Authors of Duqu 2.0 used a stolen digital certificate in attacks

Pierluigi Paganini June 16, 2015

Malware authors behind the Duqu 2.0 used a stolen certificate from the Foxconn company to implement a persistence mechanism and stay stealthy.

New details emerge from the investigation conducted by the experts at Kaspersky on the Duqu 2.0 malware that targeted the systems of the company, the threat actors used valid certificate from Hon Hai Precision Industry Co. LTD (aka Foxconn Technology Group) to digitally sign the malicious code.

According to the malware researchers at Kaspersky, the digital certificate was issued by VeriSign and used the authors of Duqu 2.0 to digitally sign the source code of a driver designed to mask command-and-control traffic.

Foxconn provides electronic components for a wide number of companies, including Apple and BlackBerry.

The majority of Duqu 2.0 infections was observed between 2014 and 2015 concurrently to the negotiations on the Iranian nuclear program engaged by the P5+1 (the United States, United Kingdom, Germany, France, Russia, and China, facilitated by the European Union) with Iran.

“The attackers created an unusual persistence module which they deploy on compromised networks. It serves a double function – it also supports a hidden C&C communication scheme. This organization-level persistence is achieved by a driver that is installed as a normal system service. On 64-bit systems, this implies a strict requirement for an Authenticode digital signature. We have seen two such persistence drivers deployed in the course of attacks.” states a blog post published by the Kaspersky Lab’s Global Research & Analysis Team (GReAT).

The researchers discovered that the threat actors installed malicious digitally signed drivers for network devices to interfere with traffic routing.


duqu 2.0 digital certificate

“During their operations the Duqu threat actors install these malicious drivers on firewalls, gateways or any other servers that have direct Internet access on one side and corporate network access on the other side. By using them, they can achieve several goals at a time: access internal infrastructure from the Internet, avoid log records in corporate proxy servers and maintain a form of persistence after all.” continues the post.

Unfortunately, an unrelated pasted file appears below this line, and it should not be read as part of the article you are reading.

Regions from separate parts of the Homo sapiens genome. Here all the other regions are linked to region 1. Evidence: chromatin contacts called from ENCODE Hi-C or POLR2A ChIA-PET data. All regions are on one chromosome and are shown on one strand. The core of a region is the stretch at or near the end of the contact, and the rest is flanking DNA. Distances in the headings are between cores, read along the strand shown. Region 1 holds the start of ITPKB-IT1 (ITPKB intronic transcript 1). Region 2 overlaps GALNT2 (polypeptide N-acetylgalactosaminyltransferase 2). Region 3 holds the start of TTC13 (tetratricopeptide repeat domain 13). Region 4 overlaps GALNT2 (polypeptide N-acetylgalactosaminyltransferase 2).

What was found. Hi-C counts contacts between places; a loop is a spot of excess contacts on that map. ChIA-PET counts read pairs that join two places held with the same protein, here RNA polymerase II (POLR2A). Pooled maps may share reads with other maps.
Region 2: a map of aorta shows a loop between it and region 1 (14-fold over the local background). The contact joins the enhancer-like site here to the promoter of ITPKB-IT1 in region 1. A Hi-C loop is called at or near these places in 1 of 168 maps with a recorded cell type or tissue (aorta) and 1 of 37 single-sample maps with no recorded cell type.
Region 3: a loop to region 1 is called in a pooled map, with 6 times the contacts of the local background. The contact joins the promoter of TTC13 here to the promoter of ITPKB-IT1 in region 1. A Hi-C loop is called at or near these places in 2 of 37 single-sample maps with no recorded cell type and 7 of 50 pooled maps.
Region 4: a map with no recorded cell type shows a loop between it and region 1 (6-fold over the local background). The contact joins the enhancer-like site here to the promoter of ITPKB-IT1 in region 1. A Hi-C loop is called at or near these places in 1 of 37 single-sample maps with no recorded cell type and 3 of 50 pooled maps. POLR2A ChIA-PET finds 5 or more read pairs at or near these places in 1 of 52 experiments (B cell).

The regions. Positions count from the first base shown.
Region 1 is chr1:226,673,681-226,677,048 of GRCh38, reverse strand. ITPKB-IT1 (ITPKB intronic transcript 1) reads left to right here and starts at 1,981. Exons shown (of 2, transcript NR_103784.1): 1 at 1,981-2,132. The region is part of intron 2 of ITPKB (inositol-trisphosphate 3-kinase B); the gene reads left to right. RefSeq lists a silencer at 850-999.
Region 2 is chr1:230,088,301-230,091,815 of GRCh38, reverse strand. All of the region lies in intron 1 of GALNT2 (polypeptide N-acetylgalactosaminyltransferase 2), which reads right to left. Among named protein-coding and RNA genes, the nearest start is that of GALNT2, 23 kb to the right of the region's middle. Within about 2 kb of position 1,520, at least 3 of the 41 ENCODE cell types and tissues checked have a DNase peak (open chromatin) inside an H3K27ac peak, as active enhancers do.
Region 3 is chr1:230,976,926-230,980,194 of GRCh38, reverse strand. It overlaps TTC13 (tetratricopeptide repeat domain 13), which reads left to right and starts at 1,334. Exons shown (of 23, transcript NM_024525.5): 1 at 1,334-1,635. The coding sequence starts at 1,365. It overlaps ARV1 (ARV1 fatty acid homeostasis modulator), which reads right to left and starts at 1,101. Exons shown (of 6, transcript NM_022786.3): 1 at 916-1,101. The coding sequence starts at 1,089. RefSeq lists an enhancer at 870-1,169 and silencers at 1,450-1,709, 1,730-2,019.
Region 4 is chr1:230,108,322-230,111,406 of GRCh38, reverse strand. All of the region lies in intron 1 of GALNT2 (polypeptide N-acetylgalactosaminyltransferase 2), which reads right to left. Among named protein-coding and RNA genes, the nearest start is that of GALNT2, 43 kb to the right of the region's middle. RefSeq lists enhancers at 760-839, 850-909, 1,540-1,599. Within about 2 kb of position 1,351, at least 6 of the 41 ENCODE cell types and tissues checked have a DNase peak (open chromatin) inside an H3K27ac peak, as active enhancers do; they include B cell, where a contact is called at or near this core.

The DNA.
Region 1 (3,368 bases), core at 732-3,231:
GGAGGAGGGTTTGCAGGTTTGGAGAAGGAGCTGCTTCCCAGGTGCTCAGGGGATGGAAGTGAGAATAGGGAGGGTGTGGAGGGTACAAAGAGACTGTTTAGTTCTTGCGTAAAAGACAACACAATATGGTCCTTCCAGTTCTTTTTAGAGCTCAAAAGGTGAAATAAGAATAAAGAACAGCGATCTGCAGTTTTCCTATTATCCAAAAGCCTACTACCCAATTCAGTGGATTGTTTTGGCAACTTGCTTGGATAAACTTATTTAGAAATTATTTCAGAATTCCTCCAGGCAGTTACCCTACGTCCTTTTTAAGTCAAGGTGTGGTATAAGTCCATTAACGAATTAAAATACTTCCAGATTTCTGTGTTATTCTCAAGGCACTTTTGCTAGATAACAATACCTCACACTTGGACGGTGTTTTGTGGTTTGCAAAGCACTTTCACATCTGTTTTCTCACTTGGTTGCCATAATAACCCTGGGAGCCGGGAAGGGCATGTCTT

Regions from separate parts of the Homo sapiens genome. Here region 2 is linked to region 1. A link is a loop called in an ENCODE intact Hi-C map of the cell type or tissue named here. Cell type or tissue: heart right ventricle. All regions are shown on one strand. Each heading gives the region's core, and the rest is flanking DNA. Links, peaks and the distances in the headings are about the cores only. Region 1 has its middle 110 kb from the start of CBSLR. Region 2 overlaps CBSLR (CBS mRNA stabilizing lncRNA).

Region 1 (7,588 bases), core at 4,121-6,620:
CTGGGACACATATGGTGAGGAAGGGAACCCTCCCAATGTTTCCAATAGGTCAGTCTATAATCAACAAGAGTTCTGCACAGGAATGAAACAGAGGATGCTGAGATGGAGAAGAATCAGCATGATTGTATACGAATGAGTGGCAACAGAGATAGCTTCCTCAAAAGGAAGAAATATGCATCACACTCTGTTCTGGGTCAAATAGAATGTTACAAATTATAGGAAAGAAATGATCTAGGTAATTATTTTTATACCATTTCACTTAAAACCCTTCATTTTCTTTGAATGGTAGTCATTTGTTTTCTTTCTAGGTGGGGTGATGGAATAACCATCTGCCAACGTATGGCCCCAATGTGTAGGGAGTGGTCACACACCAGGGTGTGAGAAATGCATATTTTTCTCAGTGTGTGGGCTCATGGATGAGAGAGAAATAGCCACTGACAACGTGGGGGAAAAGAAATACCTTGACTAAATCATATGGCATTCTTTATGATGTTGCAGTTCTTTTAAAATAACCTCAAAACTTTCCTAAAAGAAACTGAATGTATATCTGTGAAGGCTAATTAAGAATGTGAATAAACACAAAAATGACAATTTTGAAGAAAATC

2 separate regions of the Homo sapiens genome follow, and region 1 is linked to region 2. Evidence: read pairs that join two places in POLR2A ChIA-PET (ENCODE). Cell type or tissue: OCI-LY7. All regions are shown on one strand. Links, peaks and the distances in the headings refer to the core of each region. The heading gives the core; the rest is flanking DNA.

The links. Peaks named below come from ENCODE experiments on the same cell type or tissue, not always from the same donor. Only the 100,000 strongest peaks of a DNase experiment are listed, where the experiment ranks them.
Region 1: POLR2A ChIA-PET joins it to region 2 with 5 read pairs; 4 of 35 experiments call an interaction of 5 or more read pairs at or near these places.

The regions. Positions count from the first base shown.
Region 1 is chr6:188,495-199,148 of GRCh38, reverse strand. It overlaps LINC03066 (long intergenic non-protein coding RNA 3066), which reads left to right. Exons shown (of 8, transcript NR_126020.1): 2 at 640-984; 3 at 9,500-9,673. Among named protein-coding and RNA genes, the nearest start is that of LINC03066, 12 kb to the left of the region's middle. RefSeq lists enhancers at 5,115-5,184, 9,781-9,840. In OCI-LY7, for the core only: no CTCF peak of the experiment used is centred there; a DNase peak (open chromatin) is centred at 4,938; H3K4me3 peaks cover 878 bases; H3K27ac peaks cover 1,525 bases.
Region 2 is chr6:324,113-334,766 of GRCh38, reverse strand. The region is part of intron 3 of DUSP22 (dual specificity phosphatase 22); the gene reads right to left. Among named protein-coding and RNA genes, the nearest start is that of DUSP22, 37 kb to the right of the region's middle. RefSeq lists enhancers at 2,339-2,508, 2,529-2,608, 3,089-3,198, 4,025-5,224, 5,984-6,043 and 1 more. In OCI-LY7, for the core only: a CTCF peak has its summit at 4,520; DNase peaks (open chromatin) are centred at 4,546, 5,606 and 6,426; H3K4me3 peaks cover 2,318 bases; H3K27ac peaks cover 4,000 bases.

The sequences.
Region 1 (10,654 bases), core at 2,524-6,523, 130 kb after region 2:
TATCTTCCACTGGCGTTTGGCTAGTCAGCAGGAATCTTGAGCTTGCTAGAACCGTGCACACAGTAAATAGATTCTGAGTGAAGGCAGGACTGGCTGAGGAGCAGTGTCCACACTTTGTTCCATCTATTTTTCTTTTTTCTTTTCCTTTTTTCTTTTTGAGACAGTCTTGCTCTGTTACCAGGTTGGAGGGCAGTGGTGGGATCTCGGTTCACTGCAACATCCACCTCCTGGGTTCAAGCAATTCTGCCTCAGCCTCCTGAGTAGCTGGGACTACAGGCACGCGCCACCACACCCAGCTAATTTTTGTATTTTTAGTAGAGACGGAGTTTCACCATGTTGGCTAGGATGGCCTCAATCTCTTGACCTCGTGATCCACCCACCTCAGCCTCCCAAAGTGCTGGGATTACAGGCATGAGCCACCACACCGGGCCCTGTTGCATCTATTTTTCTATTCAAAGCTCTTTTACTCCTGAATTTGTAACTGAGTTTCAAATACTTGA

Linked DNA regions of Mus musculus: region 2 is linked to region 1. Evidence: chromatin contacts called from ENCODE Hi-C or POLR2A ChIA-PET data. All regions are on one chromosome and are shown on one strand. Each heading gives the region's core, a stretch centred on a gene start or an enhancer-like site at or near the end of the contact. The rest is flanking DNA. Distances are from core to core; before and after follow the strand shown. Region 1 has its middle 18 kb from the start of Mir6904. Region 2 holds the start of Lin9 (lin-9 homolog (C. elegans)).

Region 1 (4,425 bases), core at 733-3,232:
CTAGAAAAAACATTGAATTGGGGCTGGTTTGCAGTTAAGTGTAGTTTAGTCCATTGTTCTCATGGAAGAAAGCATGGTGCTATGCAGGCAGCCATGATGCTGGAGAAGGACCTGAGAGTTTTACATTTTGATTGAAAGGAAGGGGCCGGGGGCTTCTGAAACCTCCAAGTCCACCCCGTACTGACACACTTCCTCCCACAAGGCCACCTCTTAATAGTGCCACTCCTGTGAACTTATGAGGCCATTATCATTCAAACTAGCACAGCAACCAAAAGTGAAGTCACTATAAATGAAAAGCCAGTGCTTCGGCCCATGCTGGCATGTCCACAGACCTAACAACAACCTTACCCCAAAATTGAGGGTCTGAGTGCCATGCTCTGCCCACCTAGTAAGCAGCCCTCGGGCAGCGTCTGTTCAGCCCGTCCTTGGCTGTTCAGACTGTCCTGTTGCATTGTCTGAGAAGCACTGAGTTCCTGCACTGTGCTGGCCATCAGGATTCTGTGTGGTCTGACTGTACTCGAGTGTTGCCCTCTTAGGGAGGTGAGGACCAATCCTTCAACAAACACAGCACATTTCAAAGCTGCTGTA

“In essence, the drivers are redirecting network streams to and from the gateway machine that runs it,” the researchers explained. “To forward connections, the attacker first has to pass a network-based “knocking” mechanism by using a secret keyword. We have seen two different secret keywords in the samples we collected so far: “romanian.antihacker” and “ugly.gorilla”.”

The used of digitally signed code seeming to be a prerogative of threat actor behind Duqu, the attackers haven’t used the same digital signature more than once.

“Another interesting observation is that besides these Duqu drivers we haven’t uncovered any other malware signed with the same certificates,” the researchers continued. “That rules out the possibility that the certificates have been leaked and are being used by multiple groups. It also seems to indicate the Duqu attackers are the only ones who have access to these certificates, which strengthens the theory they hacked the hardware manufacturers in order to get these certificates.”

Stay tuned!

Pierluigi Paganini

(Security Affairs – Duqu 2.0,  malware)

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